Global trends in bird species survival
Since 1988, bird species have faced a steadily increasing risk of extinction in each of the major regions of the world, although the change is more rapid in some regions than others. Between 2008 and 2012, the rate of decline slowed in most regions, although there has been a particularly sharp decline in the Neotropical realm.Footnote  In the Nearctic realm, which includes Canada, the status of birds is better than in other regions of the world, but continues to decline.
Red List Index of bird species survival by biogeographic realm,Footnote  1988 to 2012
The line chart shows the status of bird species survival globally by biogeographical realm (Nearctic, Palearctic, Afrotropical, Neotropical, Indomalayan, Australasian and Oceania) from 1988 to 2012. The accompanying map of the world provides a spatial representation of each of the seven realms. Since 1988, the overall status of bird species worldwide has consistently declined. Bird species face a steadily increasing risk of extinction in each of the major regions of the world, although the change is more rapid in some regions than others. In the Nearctic realm, which includes Canada, the status of birds is better than in other regions of the world, and is declining relatively slowly.
Data for this chart
|Year||Nearctic Realm (Red List Index value)||Palearctic Realm (Red List Index value)||Afrotropical Realm (Red List Index value)||Neotropical Realm (Red List Index value)||Indomalayan Realm (Red List Index value)||Australasian Realm (Red List Index value)||Oceania Realm (Red List Index value)|
|Number of species included in index||966||1712||2219||4009||2164||1771||356|
Note: Due to rounding, the Red List Index (RLI) may appear to be stable between measurement periods. However, the RLI has declined for all realms and for all periods, with the exception of the Oceanic Realm, which was stable between 2008 and 2012.
Download data file (Excel/CSV; 932 B)
Note: The Red List Index (RLI) is currently available for birds, mammals, amphibians and corals, and is under development for other taxa, but the time series of data is longest and richest for birds. RLI values range from 1 (no species at risk of extinction in the near-term) down to zero (all species are extinct). The moderately low sensitivity of the index is balanced by comprehensive geographic coverage and representation of bird species.
Source: BirdLife International and the International Union for Conservation of Nature (IUCN) (2013). Data are current as of end 2012. Terrestrial biogeographic realms from the World Wildlife Federation (WWF) (2001), global generalization from the United Nations Environmental Programme (UNEP).
The Red List Index, based on the IUCN Red List of threatened species, is an indicator of biodiversity trends. It measures the overall extinction risk for a set of species using Red List categories of extinction risk.Footnote  Risk is assessed based on standardized criteria, using information and data from a variety of sources. Using categories means the RLI reflects only broad changes in extinction risk. The index is not affected by species that are declining slowly, for example, or by those that have depleted populations but are not near extinction. As a result, any change in the index should be seen as biologically significant.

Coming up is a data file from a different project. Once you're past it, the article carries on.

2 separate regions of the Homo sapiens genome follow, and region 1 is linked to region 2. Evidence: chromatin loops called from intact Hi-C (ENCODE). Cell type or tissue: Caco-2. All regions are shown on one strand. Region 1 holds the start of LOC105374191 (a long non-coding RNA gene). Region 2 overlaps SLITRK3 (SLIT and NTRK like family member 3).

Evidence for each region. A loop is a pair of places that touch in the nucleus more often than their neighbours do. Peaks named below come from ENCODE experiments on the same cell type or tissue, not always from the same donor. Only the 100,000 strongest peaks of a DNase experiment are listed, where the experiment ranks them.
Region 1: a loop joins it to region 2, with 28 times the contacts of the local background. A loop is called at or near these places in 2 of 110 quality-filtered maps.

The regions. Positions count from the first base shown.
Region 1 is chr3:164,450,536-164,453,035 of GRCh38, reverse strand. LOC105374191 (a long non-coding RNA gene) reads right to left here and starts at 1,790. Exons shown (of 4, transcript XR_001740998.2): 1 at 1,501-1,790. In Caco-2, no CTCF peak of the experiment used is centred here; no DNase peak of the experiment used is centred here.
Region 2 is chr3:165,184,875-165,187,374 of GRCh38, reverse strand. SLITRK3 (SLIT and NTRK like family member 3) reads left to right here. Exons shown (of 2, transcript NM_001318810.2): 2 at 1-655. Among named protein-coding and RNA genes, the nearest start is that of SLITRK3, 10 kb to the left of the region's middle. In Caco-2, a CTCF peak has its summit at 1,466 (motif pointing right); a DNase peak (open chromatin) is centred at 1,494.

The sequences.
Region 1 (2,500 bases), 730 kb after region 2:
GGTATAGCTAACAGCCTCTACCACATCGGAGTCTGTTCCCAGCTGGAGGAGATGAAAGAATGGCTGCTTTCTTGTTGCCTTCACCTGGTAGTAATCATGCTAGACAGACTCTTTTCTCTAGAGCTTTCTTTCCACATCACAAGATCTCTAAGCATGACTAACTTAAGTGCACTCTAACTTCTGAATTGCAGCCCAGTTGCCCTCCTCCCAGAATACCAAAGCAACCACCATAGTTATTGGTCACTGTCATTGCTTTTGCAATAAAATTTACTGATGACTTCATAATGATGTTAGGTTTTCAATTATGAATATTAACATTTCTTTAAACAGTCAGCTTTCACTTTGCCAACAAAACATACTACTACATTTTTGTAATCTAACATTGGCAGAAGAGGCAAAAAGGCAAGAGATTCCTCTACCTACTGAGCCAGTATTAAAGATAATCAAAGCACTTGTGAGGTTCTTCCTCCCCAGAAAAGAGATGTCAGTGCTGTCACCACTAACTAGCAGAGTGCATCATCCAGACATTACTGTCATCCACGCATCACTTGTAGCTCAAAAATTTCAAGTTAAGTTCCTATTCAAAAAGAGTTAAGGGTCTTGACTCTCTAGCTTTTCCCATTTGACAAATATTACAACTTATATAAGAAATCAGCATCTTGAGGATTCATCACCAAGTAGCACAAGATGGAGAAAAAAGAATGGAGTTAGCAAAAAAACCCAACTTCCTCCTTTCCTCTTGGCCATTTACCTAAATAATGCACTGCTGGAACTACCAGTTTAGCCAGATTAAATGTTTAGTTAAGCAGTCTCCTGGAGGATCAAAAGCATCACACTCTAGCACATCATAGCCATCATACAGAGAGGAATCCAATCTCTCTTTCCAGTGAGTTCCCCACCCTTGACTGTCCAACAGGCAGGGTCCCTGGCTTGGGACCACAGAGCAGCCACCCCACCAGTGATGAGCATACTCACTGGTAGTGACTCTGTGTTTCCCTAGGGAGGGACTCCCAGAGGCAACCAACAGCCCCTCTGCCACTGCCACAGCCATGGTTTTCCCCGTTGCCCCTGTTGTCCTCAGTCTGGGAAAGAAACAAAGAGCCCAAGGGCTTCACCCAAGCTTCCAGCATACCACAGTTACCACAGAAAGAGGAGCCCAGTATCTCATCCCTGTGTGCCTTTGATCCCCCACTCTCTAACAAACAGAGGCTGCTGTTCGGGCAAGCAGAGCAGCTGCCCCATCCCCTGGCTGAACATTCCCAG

Declines in the status of birds are seen not only across realms, but also across all habitat types, including terrestrial, freshwater and marine ecosystems. Declines are also seen across most bird species groups, such as waterbirds, game birds, raptors and parrots. Seabirds such as albatrosses and large petrels have experienced particularly rapid deterioration since 1988,Footnote  largely due to the expansion of commercial longline fisheries; this contributes to the particularly low Red List Index value in Oceania. In Canada, the group of birds showing the strongest declines are aerial insectivores, that is, birds that eat mainly flying insects, such as swallows; grassland birds and shorebirds are also declining sharply.Footnote  In contrast to global trends, however, colonial seabirds such as the Northern Gannet are doing well, and waterfowl and raptors are recovering from past declines.
The most serious threats to bird species worldwide are habitat loss and fragmentation due to agriculture, logging and other types of development.Footnote  Invasive species, hunting and trapping, pollution and climate change are also major threats.
Several Canadian bird species have undergone population changes that have resulted in changes to their Red List category of extinction risk during 1988-2012. Kirtland's Warbler has improved in status, while the Greater Prairie Chicken, Black-footed Albatross, Long-tailed Duck, Semipalmated Sandpipier, Kittlitz's Murrelet and Chimney Swift have all declined.Footnote  Note that the International Union for Conservation of Nature Red List Index assesses the global status of species, which may differ from their status within particular countries.
- Birdlife International Datazone: factsheets for the world's birds
- Birdlife International (2013) State of the world's birds: Indicators for our changing world
- Butchart SHM et al. (2004) Measuring Global Trends in the Status of Biodiversity: Red List Indices for Birds. Public Library of Science Biology 2(12):e383. doi:10.1371/journal.pbio.0020383.
- Butchart SHM et al. (2005) Using Red List Indices to measure progress toward the 2010 target and beyond. Philosophical Transactions of the Royal Society B 360(1454):255-268.
- Butchart SHM et al. (2007) Improvements to the Red List Index. Public Library of Science Biology 2(1):e140. doi:10.1371/journal.pone.0000140.
- The IUCN Red List of Threatened Species
- The State of Canada's Birds 2012
- Status of Birds in Canada - 2011
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